I know, I know – yet another “year-end tips” article. But mine will be short and sweet. I promise. Here are my 3 favorite ways to have an awesome impact on someone else’s life. The only rub – you may need to act fast if you like the idea of paying less taxes.
1. Give stuff to charity
As the government continues battling about how to spend less and earn more (taxes), there’s a good chance that deductions for charitable donations will be reduced for high income earners. On the other hand, income tax brackets for those same earners are expected to be higher, so charitable deductions may be worth more in 2013. My right brain gets sad when people let the tax tail wag the generosity dog. I’ve been told that you never really feel a sense of having enough until you’ve given some of your wealth away. I believe that with all my heart.
I’ve always loved the system of giving at least 1% of your net worth, or 5% of your income, annually. If you’re not sure what cause is the most worthy of your generosity, then you can establish a donor advised fund, make the donation now (ie. get your tax deduction now), and decide later who should get the money. And remember, if you have old stocks (or funds) that would otherwise be subject to tax when sold, consider giving these away instead of giving cash – one of the true no-brainer gifting strategies.
2. Give stuff to loved ones
If you’re a wealthy individual, there’s a really good chance that when you die, the person(s) you want to receive your wealth will get a lot less if you wait until you die to pass all of it along. If you’re not losing sleep over the idea of outliving your assets, consider giving a little of your wealth away now to that friend or family member in need. You can give up to $13,000 in 2012 to anyone and not have to deal with any IRS forms (the ceiling shifts to $14,000 in 2013).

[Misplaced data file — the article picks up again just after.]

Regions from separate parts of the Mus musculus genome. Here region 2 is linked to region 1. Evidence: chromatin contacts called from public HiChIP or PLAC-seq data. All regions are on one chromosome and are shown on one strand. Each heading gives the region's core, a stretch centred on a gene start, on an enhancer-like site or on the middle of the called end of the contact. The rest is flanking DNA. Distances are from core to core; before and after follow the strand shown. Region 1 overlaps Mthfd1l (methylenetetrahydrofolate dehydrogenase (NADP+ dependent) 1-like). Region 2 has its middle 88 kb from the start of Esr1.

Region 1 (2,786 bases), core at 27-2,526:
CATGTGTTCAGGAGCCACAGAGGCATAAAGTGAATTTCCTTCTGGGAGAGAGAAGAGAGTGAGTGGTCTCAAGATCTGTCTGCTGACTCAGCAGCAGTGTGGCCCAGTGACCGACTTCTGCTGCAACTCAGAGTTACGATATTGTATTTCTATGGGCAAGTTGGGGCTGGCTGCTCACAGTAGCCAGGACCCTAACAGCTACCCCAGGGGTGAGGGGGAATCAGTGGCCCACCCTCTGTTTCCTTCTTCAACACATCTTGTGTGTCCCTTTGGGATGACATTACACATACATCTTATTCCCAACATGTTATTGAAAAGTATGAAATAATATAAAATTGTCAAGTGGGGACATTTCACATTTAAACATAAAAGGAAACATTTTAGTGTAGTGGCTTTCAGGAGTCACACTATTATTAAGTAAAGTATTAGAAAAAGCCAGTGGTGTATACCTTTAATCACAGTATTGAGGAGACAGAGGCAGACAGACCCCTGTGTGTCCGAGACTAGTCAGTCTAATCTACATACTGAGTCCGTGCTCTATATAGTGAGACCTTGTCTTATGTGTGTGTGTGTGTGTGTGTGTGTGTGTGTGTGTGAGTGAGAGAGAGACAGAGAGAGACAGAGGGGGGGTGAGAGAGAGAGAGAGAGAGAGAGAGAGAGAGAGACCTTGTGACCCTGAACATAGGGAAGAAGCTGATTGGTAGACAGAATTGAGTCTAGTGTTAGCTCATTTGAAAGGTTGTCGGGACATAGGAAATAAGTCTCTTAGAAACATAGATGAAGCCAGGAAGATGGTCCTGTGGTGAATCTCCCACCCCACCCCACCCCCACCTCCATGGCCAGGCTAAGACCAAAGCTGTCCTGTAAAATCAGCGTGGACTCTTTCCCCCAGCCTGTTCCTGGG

At some point, the government will agree on how big a person’s estate can be before they take a slice of your wealth when you die. If you are between the ages of 40 and 60, and you have assets (home equity, investments, etc) totaling more than $2 million, there’s a good chance that when you die, estate taxes will reduce the amount of wealth that gets passed along to your heirs. With no advanced planning, you may have just named the IRS as one of your future beneficiaries. With a little planning, you can see that all of your wealth goes to loved ones.
3. Give stuff to a kid’s education
If you have a child, grandchild, niece, nephew, etc; and you plan to make a future gift to a 529 plan for their benefit, now is as good as a time as any if you think that you will have to pull funds from a personal investment account. Why? If you will incur capital gains to do this in 2013 or 2014, you might as well do it now. There is a high likelihood that it will cost more to sell investments in 2013 than in 2012 (federal capital gains rate is scheduled to rise from 15% to 20% on January 1st). 529 plans also have some cool rules that allow you to make a gift much larger than the annual limit of $13,000 (consult your advisor or accountant for those details).
The opinions expressed are those of the author and are subject to change without notice in reaction to shifting market conditions. This blog is provided for informational purposes, and it is not to be construed as an offer, solicitation, recommendation or endorsement of any particular security, products, or services.